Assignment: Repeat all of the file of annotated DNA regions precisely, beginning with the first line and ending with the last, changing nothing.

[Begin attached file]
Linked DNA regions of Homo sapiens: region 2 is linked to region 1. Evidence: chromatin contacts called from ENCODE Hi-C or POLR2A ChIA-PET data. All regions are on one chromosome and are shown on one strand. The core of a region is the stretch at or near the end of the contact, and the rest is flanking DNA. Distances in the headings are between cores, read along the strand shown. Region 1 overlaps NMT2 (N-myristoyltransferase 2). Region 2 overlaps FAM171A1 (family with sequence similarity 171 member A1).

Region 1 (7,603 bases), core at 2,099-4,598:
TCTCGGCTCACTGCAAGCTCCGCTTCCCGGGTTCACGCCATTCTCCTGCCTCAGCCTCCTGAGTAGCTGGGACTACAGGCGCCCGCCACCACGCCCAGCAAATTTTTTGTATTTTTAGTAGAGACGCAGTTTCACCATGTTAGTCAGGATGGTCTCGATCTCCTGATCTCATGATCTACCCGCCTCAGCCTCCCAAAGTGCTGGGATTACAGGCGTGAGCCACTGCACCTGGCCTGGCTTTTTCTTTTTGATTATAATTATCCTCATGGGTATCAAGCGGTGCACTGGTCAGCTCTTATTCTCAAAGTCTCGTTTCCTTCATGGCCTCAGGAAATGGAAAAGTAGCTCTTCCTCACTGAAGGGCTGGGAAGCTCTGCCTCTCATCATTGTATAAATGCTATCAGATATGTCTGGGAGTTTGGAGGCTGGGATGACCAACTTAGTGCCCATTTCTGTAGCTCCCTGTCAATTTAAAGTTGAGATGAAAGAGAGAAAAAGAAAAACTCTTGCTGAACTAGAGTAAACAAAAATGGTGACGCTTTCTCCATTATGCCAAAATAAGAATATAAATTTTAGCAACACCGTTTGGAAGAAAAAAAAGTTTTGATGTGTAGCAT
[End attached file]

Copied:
Linked DNA regions of Homo sapiens: region 2 is linked to region 1. Evidence: chromatin contacts called from ENCODE Hi-C or POLR2A ChIA-PET data. All regions are on one chromosome and are shown on one strand. The core of a region is the stretch at or near the end of the contact, and the rest is flanking DNA. Distances in the headings are between cores, read along the strand shown. Region 1 overlaps NMT2 (N-myristoyltransferase 2). Region 2 overlaps FAM171A1 (family with sequence similarity 171 member A1).

Region 1 (7,603 bases), core at 2,099-4,598:
TCTCGGCTCACTGCAAGCTCCGCTTCCCGGGTTCACGCCATTCTCCTGCCTCAGCCTCCTGAGTAGCTGGGACTACAGGCGCCCGCCACCACGCCCAGCAAATTTTTTGTATTTTTAGTAGAGACGCAGTTTCACCATGTTAGTCAGGATGGTCTCGATCTCCTGATCTCATGATCTACCCGCCTCAGCCTCCCAAAGTGCTGGGATTACAGGCGTGAGCCACTGCACCTGGCCTGGCTTTTTCTTTTTGATTATAATTATCCTCATGGGTATCAAGCGGTGCACTGGTCAGCTCTTATTCTCAAAGTCTCGTTTCCTTCATGGCCTCAGGAAATGGAAAAGTAGCTCTTCCTCACTGAAGGGCTGGGAAGCTCTGCCTCTCATCATTGTATAAATGCTATCAGATATGTCTGGGAGTTTGGAGGCTGGGATGACCAACTTAGTGCCCATTTCTGTAGCTCCCTGTCAATTTAAAGTTGAGATGAAAGAGAGAAAAAGAAAAACTCTTGCTGAACTAGAGTAAACAAAAATGGTGACGCTTTCTCCATTATGCCAAAATAAGAATATAAATTTTAGCAACACCGTTTGGAAGAAAAAAAAGTTTTGATGTGTAGCAT